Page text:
Rebirth of Reason

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Saturday, September 6, 2014 - 10:51pmSanction this postReply

Excellent analysis, Joe.


From the point of view of psychology, I see another side to this.


My first thought was that these people don't really believe any of that. They don't believe - not gut deep - that their jobs are threatened by more geniuses. Where is this flood of geniuses coming from? Are they popping up out of the ground like mushrooms after a rain? Or, falling from the sky?


No one starts becoming seriously concerned about something that isn't happening or going to happen, or is said to possibly be happening at sometime. Now, if on the news, there was an announcement that we were going to drastically change our immigration policy to open the door wide, and even pay people to emigrate, but only if they were geniuses.  And we expected this new policy to be wildly successful, then we would need to see your article was given wide circulation because then there WOULD be people who mistakenly feared financial woes - and those people would be happy to learn that things would be better, not worse.


But in the absence of it threatening to rain geniuses, there is something else going on and I smell rationaliztion, denial, and projection.


People are often resentful of virtues and values specifically for being virtues and values.  The reason for such a strange reaction is that they have betrayed some of their own virtues or turned their back on certain values... maybe out of fear, or even just laziness. They can ignore, to a degree, the psychological consequences of those acts as long as they can turn away from whatever might symbolize that which they betrayed.


Each person who comes into view as energetically productive will often earn the ire of the cynically lazy who wants to settle for less in his life but also wants others to do the same, and doesn't want to have that productive person out there that he can be compared to.


Another unpleasant pattern is where those who out of a represssed fear of not being up to whatever challenges tomorrow might bring, end up building an emotional safety-nest out of anti-change beliefs. They fear and resent those who might bring about change. They have an implicit sense that they are getting by just fine as long as no one upsets the status quo. This is often why people with above average intelligence, and people who are exceptionally productive, are subjected to messages to back off, to take it easy, don't get too big for your britches, leave things well enough alone, don't rock the boat, who are you to think you know better, put in your dues first, respect tradition, etc.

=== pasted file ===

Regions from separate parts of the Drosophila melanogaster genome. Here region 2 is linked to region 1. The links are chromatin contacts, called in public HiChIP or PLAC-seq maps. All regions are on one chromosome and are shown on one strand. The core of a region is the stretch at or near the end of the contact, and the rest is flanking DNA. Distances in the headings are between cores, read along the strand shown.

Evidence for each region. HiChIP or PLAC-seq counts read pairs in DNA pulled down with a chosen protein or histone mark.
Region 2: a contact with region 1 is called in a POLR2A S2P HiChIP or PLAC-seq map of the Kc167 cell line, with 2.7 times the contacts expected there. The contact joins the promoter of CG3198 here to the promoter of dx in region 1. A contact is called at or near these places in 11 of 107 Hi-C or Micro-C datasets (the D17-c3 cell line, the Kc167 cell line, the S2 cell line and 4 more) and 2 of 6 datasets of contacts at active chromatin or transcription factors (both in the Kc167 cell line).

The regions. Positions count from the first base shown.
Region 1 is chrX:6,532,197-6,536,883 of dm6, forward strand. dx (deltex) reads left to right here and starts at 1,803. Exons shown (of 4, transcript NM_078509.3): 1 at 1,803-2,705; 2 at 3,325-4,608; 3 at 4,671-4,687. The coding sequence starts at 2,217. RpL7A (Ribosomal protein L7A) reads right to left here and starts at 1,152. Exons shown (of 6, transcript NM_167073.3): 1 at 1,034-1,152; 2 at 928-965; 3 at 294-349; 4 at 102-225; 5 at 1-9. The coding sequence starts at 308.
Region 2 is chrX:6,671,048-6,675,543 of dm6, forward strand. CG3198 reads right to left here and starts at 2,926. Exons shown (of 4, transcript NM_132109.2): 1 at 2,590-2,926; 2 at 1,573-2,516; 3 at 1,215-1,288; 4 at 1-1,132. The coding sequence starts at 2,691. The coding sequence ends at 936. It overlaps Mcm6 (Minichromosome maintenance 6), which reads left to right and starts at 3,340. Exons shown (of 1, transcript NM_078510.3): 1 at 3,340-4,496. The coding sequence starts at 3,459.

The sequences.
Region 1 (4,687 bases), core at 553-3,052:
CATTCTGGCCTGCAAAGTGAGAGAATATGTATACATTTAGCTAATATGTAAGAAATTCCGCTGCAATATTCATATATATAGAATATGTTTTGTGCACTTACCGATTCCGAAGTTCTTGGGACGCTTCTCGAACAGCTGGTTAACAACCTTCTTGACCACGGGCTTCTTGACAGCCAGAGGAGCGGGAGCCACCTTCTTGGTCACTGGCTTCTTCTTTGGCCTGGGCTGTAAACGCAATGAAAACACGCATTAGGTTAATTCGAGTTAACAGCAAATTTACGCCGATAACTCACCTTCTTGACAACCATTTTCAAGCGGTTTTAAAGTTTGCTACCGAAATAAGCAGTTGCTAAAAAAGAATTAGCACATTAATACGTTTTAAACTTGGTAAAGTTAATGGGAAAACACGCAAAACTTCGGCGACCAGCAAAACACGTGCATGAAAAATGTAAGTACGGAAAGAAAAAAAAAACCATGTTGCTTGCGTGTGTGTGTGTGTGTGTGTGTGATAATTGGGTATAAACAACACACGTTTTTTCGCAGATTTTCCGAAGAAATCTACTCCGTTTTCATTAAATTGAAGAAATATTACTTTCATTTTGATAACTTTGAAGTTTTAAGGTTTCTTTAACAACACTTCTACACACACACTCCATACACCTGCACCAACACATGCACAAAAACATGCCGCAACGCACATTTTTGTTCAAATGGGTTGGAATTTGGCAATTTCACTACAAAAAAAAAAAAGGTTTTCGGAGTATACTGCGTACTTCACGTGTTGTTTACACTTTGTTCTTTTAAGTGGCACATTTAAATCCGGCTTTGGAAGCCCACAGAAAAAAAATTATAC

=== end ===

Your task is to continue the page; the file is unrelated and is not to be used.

Certainty in one's approach to work isfelt like an affront to some who feel uncertain and want a comfort of fog and keeping things the same.


Whether it is intelligence, productivity, confidence, honesty, or success... there are those who don't want to hear why more individuals with these are good for everyone, not just for the person who shines. They won't be honest with themselves about why they feel negative towards those virtues and values, but the fact is that they WILL be very open to rationalizations, denials, to sharing their hostile attitudes with those they feel akin to, and they will displace the negative feeling they should have for what they did to their life onto others that symbolize what they should have done with their life.

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Sunday, September 7, 2014 - 12:06amSanction this postReply

Fully agreed Joe - Thanx :)

Instead of fearing talented people, we should honor them for their contributions to our lives.

If there were suddenly a miraculous overabundance of geniuses I’d thank them on my knees for making this world livable again, even if I were to go extinct myself or resign myself to shining their shoes … do we seriously have to become the same mediocre fear-infested irrational human being just to appease the sheeple?